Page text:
Bunker Fuel for Marine EnginesBooks, Bunkering — By admin on June 26, 2012 at 1:20 PM
Bunker Fuel for Marine Engines – A Technical Introduction focuses on the complicated relationship between ships’ engines and the marine fuels that power them.
Complete with extensive glossary and full of photographs and technical illustrations, the book has been hailed by the highly respected industry veteran of Exxon and DNV Petroleum Services, Dr Rudolph Kassinger, as ‘a comprehensive sequel to John Lamb’s seminal treatise Petroleum and its Combustion in Diesel Engines’. That book was first published in December 1955, and is long out of print. According to Dr Kassinger in his Foreword to Bunker Fuel for Marine Engines, Lamb’s book, ‘now has a worthy successor’.
According to Nigel Draffin, Bunker Fuel for Marine Engines provides the reader with a solid introduction to a subject which every supplier or user of marine fuels would do well to understand.
Draffin believes that ‘a ship’s engine room is a place of refuge for engineers but a place of mysteries to most others’ and uses the thoroughly researched book to take the reader on a technical tour around the equipment that will be found there, from main and auxiliary engines to generators, refrigerating plant and other fuel-using machines.
For many readers, this highly illustrated book ‘is a chance to look underneath the hood and, perhaps for the first time, to recognise what makes this equipment work and why some fuel problems are more significant than others’.
Draffin takes the reader through the complete process of burning fuel onboard, from storage of fuel to dealing with the exhaust, before looking at the different types of diesel engine and their specific fuel requirements. He also looks at gas turbines, fuel cells and developments in shore power, and covers boilers, fuel and accommodation heating and incinerators, before also looking at waste heat recovery systems.
Fuel types and bunker quality standards are, of course, laid out for the reader, as are blending, storage and onboard fuel treatment, where the work of separators, purifiers, clarifiers, decanters, homogenisers, filters and other engine room kit is explained. Fuel heating, pumps, fuel measurement and storage are amply covered as are an engine’s sensitivity to fuel qualities.
Importantly, the book looks at emissions and how they might be controlled, and also at unconventional fuels such as biodiesel, shale oil, liquefied and compressed natural gas, liquefied petroleum gas and even coal.
About Nigel Draffin
Bunker Fuel for Marine Engines – A Technical Introduction is Nigel Draffin’s fifth book on marine fuels. His previous titles are:
- An Introduction to Bunkering (2008) in English and Spanish
- An Introduction to Fuel Analysis (2009)
- An Introduction to Bunker Operations (2010)
- Commercial Practice in Bunkering (2011)
Nigel has been involved in shipping for almost 50 years and with the commercial bunker market for over 25 years. He is a founder member of the International Bunker Industry Association (IBIA) and has served several times on its council of management and executive board. In April 2012 he became Chairman of IBIA.
Nigel is Director of the Oxford Bunker Course and the Oxford Bunker Course (Advanced), a member of the Institute of Marine Engineering Science and Technology and Past Master of the Worshipful Company of Fuellers. He is also Senior Broker and Technical Director of US-based bunker broker LQM Petroleum Services.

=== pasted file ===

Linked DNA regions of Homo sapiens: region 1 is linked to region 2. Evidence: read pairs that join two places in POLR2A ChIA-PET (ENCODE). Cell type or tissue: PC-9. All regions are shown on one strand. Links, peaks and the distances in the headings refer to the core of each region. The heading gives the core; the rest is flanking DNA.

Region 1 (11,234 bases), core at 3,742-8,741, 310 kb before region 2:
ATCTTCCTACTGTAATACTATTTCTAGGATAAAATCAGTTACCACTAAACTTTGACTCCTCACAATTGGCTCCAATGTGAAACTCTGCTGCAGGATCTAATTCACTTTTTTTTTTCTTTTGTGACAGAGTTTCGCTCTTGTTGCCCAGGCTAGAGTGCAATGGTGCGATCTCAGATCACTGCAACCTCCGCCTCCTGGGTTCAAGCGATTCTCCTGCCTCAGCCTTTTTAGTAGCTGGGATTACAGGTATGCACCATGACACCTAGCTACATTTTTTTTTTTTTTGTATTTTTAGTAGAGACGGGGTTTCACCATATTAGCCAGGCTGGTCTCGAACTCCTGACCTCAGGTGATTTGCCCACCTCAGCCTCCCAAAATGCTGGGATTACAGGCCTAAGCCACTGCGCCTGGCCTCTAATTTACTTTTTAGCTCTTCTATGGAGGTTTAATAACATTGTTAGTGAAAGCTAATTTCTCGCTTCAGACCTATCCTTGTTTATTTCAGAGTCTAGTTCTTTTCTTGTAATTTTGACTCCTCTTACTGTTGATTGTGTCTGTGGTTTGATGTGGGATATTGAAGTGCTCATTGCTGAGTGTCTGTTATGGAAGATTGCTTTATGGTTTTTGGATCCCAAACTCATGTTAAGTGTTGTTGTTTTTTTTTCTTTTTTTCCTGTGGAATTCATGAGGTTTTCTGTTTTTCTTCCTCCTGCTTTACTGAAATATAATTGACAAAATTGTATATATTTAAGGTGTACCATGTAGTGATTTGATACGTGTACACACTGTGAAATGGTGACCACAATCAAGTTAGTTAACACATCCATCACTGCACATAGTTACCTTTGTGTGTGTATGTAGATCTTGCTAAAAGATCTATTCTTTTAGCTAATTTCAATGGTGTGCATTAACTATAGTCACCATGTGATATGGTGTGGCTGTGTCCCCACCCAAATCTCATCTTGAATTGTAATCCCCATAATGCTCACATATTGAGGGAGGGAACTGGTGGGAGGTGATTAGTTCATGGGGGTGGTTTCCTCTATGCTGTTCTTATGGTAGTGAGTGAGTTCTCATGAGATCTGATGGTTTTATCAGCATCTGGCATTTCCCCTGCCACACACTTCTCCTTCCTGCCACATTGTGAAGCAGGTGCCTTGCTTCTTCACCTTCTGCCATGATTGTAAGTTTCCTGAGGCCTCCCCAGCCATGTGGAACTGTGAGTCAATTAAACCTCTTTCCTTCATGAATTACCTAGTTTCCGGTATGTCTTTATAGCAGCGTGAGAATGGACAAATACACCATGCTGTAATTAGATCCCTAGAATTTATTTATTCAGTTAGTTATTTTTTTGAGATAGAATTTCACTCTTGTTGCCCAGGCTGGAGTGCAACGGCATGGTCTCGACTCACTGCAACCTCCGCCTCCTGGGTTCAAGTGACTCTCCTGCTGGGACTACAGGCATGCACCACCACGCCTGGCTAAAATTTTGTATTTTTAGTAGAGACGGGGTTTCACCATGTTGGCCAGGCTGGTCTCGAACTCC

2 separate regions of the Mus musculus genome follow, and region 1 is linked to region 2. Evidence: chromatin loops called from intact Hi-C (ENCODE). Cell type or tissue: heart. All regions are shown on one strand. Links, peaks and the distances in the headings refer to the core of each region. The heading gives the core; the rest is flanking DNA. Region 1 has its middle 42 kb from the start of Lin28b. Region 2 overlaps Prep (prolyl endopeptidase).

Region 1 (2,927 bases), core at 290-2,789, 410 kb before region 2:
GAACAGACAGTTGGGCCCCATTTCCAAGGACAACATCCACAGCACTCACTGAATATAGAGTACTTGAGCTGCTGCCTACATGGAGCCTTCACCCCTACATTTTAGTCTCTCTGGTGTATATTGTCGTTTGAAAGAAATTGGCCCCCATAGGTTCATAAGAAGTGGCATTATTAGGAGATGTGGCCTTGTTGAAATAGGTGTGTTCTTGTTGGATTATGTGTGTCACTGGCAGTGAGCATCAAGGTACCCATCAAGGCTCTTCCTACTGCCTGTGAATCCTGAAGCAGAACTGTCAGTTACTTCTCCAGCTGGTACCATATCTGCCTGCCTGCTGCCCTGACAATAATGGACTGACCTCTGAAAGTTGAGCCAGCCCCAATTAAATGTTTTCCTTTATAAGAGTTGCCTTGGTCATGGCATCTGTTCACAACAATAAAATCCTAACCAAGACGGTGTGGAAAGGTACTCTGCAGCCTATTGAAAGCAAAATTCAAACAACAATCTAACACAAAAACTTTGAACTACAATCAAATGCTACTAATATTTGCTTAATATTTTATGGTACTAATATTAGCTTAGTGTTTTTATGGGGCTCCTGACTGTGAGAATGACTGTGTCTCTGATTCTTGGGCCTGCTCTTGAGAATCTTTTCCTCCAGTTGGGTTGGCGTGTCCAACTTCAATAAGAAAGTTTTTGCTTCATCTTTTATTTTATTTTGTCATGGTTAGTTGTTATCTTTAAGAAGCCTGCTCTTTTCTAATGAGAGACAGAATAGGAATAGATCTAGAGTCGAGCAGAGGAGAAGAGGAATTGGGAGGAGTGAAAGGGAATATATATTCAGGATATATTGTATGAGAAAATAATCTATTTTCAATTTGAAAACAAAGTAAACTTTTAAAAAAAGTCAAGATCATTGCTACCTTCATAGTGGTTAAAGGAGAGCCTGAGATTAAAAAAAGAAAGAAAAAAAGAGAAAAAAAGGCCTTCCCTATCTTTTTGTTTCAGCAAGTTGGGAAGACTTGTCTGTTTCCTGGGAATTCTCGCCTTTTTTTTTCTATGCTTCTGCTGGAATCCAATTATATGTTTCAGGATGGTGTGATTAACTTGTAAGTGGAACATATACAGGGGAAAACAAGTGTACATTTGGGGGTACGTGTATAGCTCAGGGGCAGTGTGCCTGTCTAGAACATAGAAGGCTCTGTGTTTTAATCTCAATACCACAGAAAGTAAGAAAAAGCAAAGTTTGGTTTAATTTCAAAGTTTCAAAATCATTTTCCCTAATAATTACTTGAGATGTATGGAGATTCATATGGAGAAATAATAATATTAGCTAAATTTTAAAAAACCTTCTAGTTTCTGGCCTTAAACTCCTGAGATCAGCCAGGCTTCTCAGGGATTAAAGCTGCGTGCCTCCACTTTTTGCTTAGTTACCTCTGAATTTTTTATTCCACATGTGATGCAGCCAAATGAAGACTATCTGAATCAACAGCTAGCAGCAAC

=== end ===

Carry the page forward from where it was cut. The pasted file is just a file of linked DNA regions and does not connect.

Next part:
1 – Nigel Draffin: ‘My intention is to explain what goes on in the engine room, how the machinery works and integrates with the ship’s functions, and why the way we source, supply, treat and use fuel is so significant for the efficient, economic and environmentally acceptable operation of ships.’
2 – Dr Rudolph Kassinger, writer of the Foreword and veteran of Exxon and DNV Petroleum Services: ‘It seems to me that the more people able to access and understand the information contained in this book, the fewer fuel-related engine problems might be expected. And for seafarers, and for those involved in any way in shipping, this can only be a good development.’
3 – Llewellyn Bankes-Hughes, Publisher, Petrospot: ‘Nigel Draffin’s reputation as a gatherer, interpreter and conveyor of important information on every aspect of the marine fuels industry is even further enhanced with the publication of this, his fifth specialist book, Bunker Fuel for Marine Engines. As a writer and teacher in this sector he has no equal.’
Petrospot is an independent publishing, training and events organisation focused on the maritime, energy and transportation industries. Based in Oxfordshire, England, Petrospot publishes specialist magazines and online news services Bunkerspot and Cargo Security International, organises training courses including the Oxford Bunker Course, and runs large international events, including Maritime Week Americas, Oil & Shipping Africa, ARACON and the Bunkering Symposium. Petrospot also publishes specialist books on marine fuels, maritime law and marine surveying.
For more information on any of the book titles published by Petrospot, please visit www.petrospot.com/books.
(Source: JLA Media Ltd)*
*A note for the book from JLA
JLA Media is an independent media agency focusing on the dissemination of intelligence related to the maritime and offshore sectors. It reserves the right to distribute new information made public that could enhance the understanding of interested parties for no commercial gain. In doing so, JLA Media takes no responsibility for the accuracy of the material distributed or for any opinions expressed therein, responsibility for which lies with the authors.